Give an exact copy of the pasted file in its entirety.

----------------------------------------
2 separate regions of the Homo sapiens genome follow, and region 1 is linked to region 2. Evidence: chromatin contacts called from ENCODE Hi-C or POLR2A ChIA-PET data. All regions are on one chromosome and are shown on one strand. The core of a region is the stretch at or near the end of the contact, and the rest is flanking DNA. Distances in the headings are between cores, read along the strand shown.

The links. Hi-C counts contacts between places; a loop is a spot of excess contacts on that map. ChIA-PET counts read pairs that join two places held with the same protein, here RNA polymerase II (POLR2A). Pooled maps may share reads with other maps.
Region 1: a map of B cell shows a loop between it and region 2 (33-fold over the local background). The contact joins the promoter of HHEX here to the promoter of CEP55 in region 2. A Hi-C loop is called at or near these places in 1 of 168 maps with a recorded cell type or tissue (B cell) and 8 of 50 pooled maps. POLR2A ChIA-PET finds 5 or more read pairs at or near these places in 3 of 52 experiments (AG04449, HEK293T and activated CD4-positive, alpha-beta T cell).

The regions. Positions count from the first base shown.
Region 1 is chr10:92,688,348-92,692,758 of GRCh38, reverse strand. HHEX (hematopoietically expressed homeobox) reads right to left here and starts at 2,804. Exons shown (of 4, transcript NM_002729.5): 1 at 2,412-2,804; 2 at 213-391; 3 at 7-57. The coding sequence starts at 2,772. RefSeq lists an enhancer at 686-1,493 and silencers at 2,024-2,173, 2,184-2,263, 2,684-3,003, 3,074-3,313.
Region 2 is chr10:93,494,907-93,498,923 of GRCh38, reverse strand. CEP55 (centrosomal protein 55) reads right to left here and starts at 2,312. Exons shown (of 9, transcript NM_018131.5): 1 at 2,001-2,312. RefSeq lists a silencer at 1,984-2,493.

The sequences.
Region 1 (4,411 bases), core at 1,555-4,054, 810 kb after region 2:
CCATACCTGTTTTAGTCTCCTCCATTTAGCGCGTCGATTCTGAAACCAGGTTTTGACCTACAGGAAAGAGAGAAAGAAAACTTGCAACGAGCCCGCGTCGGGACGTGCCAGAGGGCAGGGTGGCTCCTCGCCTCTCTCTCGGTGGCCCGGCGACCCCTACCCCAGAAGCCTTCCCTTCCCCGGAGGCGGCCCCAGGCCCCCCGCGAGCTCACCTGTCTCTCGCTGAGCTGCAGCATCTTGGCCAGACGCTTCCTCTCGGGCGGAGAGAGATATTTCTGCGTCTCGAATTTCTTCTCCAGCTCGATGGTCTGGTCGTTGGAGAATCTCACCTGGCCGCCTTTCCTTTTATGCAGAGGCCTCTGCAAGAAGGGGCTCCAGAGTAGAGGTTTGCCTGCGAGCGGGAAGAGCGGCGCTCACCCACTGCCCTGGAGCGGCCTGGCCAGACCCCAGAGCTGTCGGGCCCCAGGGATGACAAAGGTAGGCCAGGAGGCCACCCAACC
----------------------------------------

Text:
2 separate regions of the Homo sapiens genome follow, and region 1 is linked to region 2. Evidence: chromatin contacts called from ENCODE Hi-C or POLR2A ChIA-PET data. All regions are on one chromosome and are shown on one strand. The core of a region is the stretch at or near the end of the contact, and the rest is flanking DNA. Distances in the headings are between cores, read along the strand shown.

The links. Hi-C counts contacts between places; a loop is a spot of excess contacts on that map. ChIA-PET counts read pairs that join two places held with the same protein, here RNA polymerase II (POLR2A). Pooled maps may share reads with other maps.
Region 1: a map of B cell shows a loop between it and region 2 (33-fold over the local background). The contact joins the promoter of HHEX here to the promoter of CEP55 in region 2. A Hi-C loop is called at or near these places in 1 of 168 maps with a recorded cell type or tissue (B cell) and 8 of 50 pooled maps. POLR2A ChIA-PET finds 5 or more read pairs at or near these places in 3 of 52 experiments (AG04449, HEK293T and activated CD4-positive, alpha-beta T cell).

The regions. Positions count from the first base shown.
Region 1 is chr10:92,688,348-92,692,758 of GRCh38, reverse strand. HHEX (hematopoietically expressed homeobox) reads right to left here and starts at 2,804. Exons shown (of 4, transcript NM_002729.5): 1 at 2,412-2,804; 2 at 213-391; 3 at 7-57. The coding sequence starts at 2,772. RefSeq lists an enhancer at 686-1,493 and silencers at 2,024-2,173, 2,184-2,263, 2,684-3,003, 3,074-3,313.
Region 2 is chr10:93,494,907-93,498,923 of GRCh38, reverse strand. CEP55 (centrosomal protein 55) reads right to left here and starts at 2,312. Exons shown (of 9, transcript NM_018131.5): 1 at 2,001-2,312. RefSeq lists a silencer at 1,984-2,493.

The sequences.
Region 1 (4,411 bases), core at 1,555-4,054, 810 kb after region 2:
CCATACCTGTTTTAGTCTCCTCCATTTAGCGCGTCGATTCTGAAACCAGGTTTTGACCTACAGGAAAGAGAGAAAGAAAACTTGCAACGAGCCCGCGTCGGGACGTGCCAGAGGGCAGGGTGGCTCCTCGCCTCTCTCTCGGTGGCCCGGCGACCCCTACCCCAGAAGCCTTCCCTTCCCCGGAGGCGGCCCCAGGCCCCCCGCGAGCTCACCTGTCTCTCGCTGAGCTGCAGCATCTTGGCCAGACGCTTCCTCTCGGGCGGAGAGAGATATTTCTGCGTCTCGAATTTCTTCTCCAGCTCGATGGTCTGGTCGTTGGAGAATCTCACCTGGCCGCCTTTCCTTTTATGCAGAGGCCTCTGCAAGAAGGGGCTCCAGAGTAGAGGTTTGCCTGCGAGCGGGAAGAGCGGCGCTCACCCACTGCCCTGGAGCGGCCTGGCCAGACCCCAGAGCTGTCGGGCCCCAGGGATGACAAAGGTAGGCCAGGAGGCCACCCAACC